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Chronic Illness - Chronic Pain Articles Available to Read and Reprint


[not available for reprint]

When Mommy Has a Chronic Illness and Can't Do it All

Copyright 1994, Kenneth Tittle, Mariposa Ministry. Used with permission

Jessica Marie, as I watch you teetering precariously between coffee table and armchair -- between fear and hope, between security and discovery -- engrossed totally in your moment, how could you ever understand what your first steps mean to me?

You will surely succeed in the end. I know that, but you don't. For you, this is a classic voyage into the unknown, but uncertainty doesn't stop you. Already you are finding that your arms are too short. It's one of life's basic truths:You cannot reach your dreams unless you are willing to let go of what you already hold. When do we learn to be afraid of failure? How do we learn it? If you are going to triumph, Jessica, I know you will have to fail repeatedly. There is no other way. If I could spare you the falls, I would deny you the growth.

You pull yourself to your feet by the table. Watching you stare longingly at the chair, when you could so easily and so securely crawl to it, is like watching some ancient drama. What drives you? I know the power of your longing to walk, but is it biologic destiny, such as calls the geese to the northern skyways, or is it more plainly and sinfully, human envy of all those people you see around you walking? I wish I knew.

Someone once wrote, "walking is simply a process of continually interrupted falling." Poor soul! He had lost his awe for the wonders of childhood. As you release the table, gravity stalks you like a circling jackal, ready to pull you down the moment you expose your unwary center of balance too far right or left or forward or back.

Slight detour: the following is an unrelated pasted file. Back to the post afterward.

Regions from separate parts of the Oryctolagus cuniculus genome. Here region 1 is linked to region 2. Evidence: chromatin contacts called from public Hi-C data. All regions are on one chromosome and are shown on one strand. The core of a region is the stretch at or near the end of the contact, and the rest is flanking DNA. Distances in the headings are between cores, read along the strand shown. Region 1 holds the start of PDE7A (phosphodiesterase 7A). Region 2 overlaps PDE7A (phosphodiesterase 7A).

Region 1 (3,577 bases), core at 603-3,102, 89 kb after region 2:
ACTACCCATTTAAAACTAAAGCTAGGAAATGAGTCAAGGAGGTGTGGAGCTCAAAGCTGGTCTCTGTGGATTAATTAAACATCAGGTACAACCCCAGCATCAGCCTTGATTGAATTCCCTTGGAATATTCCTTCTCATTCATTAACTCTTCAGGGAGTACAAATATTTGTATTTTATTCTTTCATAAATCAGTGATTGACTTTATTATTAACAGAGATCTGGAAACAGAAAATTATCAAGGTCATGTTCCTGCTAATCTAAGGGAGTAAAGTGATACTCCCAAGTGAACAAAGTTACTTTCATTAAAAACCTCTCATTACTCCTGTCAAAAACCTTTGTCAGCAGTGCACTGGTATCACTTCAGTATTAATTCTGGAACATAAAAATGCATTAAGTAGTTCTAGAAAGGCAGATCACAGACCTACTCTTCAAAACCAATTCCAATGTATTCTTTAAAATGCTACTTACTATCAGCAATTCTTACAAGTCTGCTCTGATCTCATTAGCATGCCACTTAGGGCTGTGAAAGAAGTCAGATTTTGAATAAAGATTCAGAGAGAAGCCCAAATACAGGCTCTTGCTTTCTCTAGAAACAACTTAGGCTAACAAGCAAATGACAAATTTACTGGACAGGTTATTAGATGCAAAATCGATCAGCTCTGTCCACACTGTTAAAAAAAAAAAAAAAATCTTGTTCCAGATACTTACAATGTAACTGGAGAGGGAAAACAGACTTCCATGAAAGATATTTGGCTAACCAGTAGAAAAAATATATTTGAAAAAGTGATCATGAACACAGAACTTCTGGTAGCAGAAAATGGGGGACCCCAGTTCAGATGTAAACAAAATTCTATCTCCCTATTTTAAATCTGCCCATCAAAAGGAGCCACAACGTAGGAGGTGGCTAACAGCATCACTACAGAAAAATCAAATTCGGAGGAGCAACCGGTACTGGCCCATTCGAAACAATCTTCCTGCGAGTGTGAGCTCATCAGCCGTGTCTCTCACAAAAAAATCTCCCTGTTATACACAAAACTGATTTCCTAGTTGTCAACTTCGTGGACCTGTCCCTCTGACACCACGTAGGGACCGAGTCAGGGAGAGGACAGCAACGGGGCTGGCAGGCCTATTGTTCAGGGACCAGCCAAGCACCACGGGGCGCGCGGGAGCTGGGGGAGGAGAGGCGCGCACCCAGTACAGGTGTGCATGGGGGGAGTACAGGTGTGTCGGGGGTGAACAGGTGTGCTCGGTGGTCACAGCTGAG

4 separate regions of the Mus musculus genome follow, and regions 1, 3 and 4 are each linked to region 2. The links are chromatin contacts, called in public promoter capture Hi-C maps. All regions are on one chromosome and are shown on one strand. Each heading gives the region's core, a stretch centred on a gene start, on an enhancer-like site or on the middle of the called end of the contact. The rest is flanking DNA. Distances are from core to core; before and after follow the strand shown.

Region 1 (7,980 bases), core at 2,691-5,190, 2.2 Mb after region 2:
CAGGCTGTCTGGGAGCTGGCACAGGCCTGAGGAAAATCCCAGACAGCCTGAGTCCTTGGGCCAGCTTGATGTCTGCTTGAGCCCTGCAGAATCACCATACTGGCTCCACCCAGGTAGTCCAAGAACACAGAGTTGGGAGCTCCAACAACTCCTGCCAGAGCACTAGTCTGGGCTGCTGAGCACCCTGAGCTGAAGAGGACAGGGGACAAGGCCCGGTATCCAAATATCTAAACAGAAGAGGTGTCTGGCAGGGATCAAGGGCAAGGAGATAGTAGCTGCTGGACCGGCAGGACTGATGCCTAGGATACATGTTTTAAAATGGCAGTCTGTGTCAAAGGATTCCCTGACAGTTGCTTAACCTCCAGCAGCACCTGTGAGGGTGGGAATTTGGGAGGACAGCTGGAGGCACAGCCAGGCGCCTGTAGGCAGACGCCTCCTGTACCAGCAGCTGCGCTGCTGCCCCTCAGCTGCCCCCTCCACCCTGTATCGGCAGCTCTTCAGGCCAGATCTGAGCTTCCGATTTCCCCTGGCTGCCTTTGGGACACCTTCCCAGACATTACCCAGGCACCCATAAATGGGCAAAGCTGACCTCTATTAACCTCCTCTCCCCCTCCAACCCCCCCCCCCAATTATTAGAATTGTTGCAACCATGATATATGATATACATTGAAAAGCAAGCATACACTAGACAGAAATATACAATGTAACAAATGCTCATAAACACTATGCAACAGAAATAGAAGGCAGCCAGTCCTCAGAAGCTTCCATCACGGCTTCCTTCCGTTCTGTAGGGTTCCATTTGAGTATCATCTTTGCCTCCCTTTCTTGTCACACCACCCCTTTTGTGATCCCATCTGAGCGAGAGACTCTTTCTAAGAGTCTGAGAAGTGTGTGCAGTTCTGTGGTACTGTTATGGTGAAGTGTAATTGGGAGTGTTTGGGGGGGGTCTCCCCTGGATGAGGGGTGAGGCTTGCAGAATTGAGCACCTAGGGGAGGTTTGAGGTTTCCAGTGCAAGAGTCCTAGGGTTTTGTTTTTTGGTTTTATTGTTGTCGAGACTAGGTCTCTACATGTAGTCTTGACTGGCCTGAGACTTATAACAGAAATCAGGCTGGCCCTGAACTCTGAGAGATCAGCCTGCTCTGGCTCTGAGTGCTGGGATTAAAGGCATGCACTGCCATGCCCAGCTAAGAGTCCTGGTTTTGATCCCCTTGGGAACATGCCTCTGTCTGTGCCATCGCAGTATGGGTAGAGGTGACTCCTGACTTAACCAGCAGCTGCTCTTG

How incredible that without a thought for anything other than the beckoning armchair, you would, and could, trust your whole weight on one small, pudgy foot, fall toward your goal, and in the falling, catch yourself with the other foot, then transfer your whole weight and fall toward your goal again. Even when you crash into the waiting carpet, you quickly reject its solid security, pull yourself back to standing, and set out on your high wire again.

And there it is! One, two, three, four steps, each one more precipitous than the last, until you crash headlong into the chair, relieved and triumphant, surprised and gleeful, eager to try again. Call it clumsy and unstable, even for the moment useless --certainly no improvement on crawling--but it is anything but trivial. Dozens of muscles with exotic names responding to marvelously coordinated volleys of nerve discharges ... all that and much more in response to a single, infantile desire to reach the chair without crawling.

Has ever a mother watched her child's first steps with more tangled emotions than I? I was once just like you, Jessica. How I wish I could remember the intoxicating rush of those first steps. They say that I was soon running everywhere, legs churning, full of the excitement of it. And then one night a fever swept down my spinal cord. The nerves, mortally wounded, enraged their muscles into painful spasms before abandoning them forever. Only feeble strands remain of all those muscles with their exotic names.

Jessica Marie, still so dependent upon me, only ten months out of my womb, and yet you are already far more capable on those toddling feet than I will ever again be on mine. What feelings entangle my joy and pride at your new accomplishment! Will I be as envious of your walking, hopping, dancing, and running as I once was envious of my siblings and my classmates? Am I grieving all over again for what I lost? Am I hoping finally to live out my lost childhood through you? And could it ever be fair to place that burden on your tiny frame?